Camerado! I give you my hand!

Camerado! I give you my hand!

Allons! The road is before us!

Friday, July 14, 2017

The Value of Preparation

When we decide to acquire a dog, we know that we will need to have certain tools and supplies in place before the dog arrives. Those who have owned dogs previously wouldn’t even think of bringing a puppy or dog home without the essentials of crate, gates, a knowledge of where the pup will be confined, and a plan for housebreaking and obedience training. Even newbie dog owners know that bowls, food, bed, collar and leash are going to be needed. We may elect to procure these items at the same time as we get the dog, if not before, but we certainly don’t (or shouldn’t) think we can bring a dog or puppy home and go for days or weeks without the proper equipment.

Preparation saves a lot of headaches later on. It tends to make things like having a picnic, buying a car, going on a vacation, and bringing home a new baby much easier, doesn’t it?
Well, the same is true for dogs, but not just for the first night home.

Preparation regarding training is also quite helpful.

I’m not talking about knowing the best method for training, per se. There are many paths to a well-trained dog, including hiring a professional, or reading books and articles and watching videos in a “DIY” manner. Some people try it on their own first, then hire a pro. Most dog owners do not hire professional trainers, though. They either make it work with DIY, or they just live with the dog’s behavior. Or, they get rid of the dog.

What method you use isn’t really the point here. It can matter, for sure, but you probably already knew that.

What I’m talking about is preparing the dog for his life ahead, or the training itself as a preparation.

Pretrain your dog to lie in her bed while you answer
 the door, instead of mauling your visitors.
If your dog jumps up on people when they enter your house, waiting until people come over and yelling “DOWN!” at the dog (or yanking him down, or something worse) when he jumps is not training.

If your dog chases the cat, waiting for him to start chasing and then yelling at him or throwing things at him is not going to fix that problem.

If he jumps up on counters, pulls on the leash incessantly, barks obnoxiously at passerby, chews your belongings, or tries to bite you when you walk past him while he is eating, your responses during those situations do not constitute meaningful training.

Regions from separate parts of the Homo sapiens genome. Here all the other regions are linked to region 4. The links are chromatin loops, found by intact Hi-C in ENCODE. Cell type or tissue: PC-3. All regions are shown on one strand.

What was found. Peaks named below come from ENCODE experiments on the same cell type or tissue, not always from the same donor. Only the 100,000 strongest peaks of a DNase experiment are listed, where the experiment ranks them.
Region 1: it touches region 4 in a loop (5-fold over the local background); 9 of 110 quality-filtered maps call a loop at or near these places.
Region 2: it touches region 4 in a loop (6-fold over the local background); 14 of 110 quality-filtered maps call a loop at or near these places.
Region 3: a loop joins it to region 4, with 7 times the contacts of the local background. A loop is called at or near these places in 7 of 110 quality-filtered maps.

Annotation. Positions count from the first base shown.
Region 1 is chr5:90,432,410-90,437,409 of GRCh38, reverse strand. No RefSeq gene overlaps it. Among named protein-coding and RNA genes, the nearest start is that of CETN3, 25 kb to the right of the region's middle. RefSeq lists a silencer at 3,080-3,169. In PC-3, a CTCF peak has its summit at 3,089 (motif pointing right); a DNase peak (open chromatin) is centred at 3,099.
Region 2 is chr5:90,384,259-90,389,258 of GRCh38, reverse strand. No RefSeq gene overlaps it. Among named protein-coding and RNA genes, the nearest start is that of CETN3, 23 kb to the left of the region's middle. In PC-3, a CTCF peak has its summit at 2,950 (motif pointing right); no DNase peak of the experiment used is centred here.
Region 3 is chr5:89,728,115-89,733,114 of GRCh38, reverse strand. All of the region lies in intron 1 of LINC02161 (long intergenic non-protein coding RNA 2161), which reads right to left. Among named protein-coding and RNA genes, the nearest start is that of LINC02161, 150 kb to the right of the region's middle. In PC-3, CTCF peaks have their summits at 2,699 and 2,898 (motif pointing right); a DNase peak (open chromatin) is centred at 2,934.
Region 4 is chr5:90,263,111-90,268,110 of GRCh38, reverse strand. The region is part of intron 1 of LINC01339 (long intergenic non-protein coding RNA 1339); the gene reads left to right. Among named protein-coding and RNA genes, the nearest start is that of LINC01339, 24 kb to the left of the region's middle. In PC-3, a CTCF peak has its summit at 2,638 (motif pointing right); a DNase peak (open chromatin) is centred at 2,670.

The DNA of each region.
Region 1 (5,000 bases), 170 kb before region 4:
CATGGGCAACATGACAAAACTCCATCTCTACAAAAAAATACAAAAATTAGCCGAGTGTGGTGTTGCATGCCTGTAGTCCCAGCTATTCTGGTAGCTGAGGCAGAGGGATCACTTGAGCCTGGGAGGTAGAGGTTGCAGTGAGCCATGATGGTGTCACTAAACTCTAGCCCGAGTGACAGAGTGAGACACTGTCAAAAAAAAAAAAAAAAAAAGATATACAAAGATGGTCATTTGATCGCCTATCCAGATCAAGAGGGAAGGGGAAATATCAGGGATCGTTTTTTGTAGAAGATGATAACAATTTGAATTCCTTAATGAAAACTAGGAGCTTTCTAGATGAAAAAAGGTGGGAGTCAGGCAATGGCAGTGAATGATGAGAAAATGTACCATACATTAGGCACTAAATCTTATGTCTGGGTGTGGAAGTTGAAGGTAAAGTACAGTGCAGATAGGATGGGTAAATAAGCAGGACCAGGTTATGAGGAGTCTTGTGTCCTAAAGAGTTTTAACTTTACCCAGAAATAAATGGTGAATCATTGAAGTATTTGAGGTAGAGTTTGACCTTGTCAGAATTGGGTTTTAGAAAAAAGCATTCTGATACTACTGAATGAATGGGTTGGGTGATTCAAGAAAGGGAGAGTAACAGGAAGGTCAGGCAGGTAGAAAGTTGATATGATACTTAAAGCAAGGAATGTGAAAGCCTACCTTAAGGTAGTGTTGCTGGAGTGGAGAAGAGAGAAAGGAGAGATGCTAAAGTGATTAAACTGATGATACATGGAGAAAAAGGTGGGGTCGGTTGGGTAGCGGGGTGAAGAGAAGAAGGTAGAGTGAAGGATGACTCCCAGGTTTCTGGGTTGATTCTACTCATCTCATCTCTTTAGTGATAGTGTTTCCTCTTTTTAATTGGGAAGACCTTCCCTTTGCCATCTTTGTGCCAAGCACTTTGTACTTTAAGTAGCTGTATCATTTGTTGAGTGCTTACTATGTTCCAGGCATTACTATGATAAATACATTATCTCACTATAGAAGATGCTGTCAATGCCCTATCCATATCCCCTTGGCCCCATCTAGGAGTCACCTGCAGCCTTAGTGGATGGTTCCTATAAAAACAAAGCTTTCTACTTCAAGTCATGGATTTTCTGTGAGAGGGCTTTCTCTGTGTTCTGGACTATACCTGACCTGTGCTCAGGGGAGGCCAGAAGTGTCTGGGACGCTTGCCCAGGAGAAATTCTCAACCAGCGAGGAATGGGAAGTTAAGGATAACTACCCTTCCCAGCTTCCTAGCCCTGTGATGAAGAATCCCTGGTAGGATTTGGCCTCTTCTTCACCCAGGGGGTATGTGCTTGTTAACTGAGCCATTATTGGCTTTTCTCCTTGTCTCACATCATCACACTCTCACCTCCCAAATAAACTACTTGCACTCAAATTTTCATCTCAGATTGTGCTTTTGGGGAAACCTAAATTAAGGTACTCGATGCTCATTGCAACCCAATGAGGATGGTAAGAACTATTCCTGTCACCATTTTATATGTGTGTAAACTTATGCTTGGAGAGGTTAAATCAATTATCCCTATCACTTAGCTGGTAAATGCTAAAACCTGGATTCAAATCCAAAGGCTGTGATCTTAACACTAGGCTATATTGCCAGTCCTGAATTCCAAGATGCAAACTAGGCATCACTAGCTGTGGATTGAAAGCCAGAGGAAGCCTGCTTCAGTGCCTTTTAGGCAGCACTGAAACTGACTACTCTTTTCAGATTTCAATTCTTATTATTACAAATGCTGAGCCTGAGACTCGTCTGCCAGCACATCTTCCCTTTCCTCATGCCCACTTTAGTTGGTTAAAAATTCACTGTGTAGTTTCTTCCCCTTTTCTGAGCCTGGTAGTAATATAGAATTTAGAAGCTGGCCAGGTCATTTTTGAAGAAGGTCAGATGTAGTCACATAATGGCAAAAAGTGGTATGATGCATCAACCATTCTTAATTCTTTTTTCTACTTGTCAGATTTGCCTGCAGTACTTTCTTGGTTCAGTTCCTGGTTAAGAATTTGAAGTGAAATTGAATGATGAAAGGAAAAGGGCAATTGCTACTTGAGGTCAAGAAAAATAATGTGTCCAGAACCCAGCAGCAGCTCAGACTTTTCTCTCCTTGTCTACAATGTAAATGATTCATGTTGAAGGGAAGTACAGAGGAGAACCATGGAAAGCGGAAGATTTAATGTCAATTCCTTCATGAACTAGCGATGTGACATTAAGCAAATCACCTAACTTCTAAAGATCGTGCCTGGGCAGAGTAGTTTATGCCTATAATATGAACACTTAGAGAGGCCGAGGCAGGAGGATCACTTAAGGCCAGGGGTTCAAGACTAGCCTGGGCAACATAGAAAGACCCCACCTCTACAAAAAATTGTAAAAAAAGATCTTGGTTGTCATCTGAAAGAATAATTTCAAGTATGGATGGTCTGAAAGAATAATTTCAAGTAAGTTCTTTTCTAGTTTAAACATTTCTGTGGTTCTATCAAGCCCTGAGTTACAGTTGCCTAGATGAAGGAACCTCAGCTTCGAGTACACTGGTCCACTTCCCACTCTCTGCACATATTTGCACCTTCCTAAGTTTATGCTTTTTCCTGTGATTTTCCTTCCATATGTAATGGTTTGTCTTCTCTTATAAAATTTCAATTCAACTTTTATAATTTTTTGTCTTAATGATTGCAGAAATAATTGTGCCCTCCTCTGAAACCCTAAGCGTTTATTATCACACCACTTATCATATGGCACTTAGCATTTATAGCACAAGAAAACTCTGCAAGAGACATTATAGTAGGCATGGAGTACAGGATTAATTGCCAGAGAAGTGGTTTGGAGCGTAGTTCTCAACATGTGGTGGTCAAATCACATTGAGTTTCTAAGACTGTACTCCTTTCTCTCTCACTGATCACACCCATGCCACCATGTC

Oh, learning is occurring, but it isn’t the type of learning that is going to help you.

So, you say, “When IS the time for meaningful training to begin for the dog who jumps on guests, chases the cat, jumps up on counters, pulls on the leash incessantly, barks obnoxiously at passerby, chews my belongings, or tries to bite me when you walk past him while he is eating?”

The answer, of course, is “before he started to exhibit those behaviors.”

And you are saying, “But I didn’t know I needed help with those things until he started doing them!”

That’s where you should have prepared a bit better.

See, you don’t try to train a dog not to do something when he is in the middle of doing it. And you don’t try to train him to do something when he is in the middle of doing something else. You train him to do the behaviors you want before you need him to do those behaviors, so that when the time comes and the need arises, he already knows what you require and either 1.Waits for you to remind him what to do, and then remembers and does it, or 2. Does it automatically.

(2. comes after a certain amount of teaching. 1. constitutes a trained dog, but 2. is even better.)

Dogs jump, pull on leash, eat what smells good, chase moving objects, make noise, and chew things naturally. These are default behaviors to most dogs, and one can pretty well assume most dogs will do them if not taught not to. In fact, you should absolutely assume they will.

Pretrain your dog to sit quietly when
you want to stop and chat with a neighbor.
So, you pretrain the dog to sit for greetings, keep four feet on the floor in the kitchen, walk nicely next to you on leash, chew their own toys and bones exclusively, refrain from chasing the cat, and allow you to control their resources without complaining. You train in advance of these things so that the dog can fully concentrate on what needs to be done when the behavior is needed. You pretrain because while he is learning the new behaviors, you need to be able to control the dog’s attention and give him lots of small successes, and this is unlikely to be successful when things are already hectic.

In short, you don’t train when you need the behavior—you train before you need it. That way, it’s already instilled in the dog, and all he needs to do when told to sit, or stop, or get off, or move away, or be quiet is remember what he already knows.

Because if you haven't taught him these things, he doesn't know them.

Think of it like taking a test. You don’t try to take a test without having studied. You learn when the test will happen, and you prepare for it by learning the material. Then, on test day, you walk in, sit down, and wrack your brain to remember what you just stuffed into it. There is no learning happening at that moment—it’s all recall.

Good dog training imparts the lessons before they are needed, so that when they are needed, all the dog need do is remember.

Prepare your dog to exhibit good behaviors in stressful or hectic situations by pretraining him. It’s much more kind and effective, and a lot less frustrating, than reacting in the moment.

No comments:

Post a Comment

All comments are moderated. Trolls will be eaten by billygoats on sight.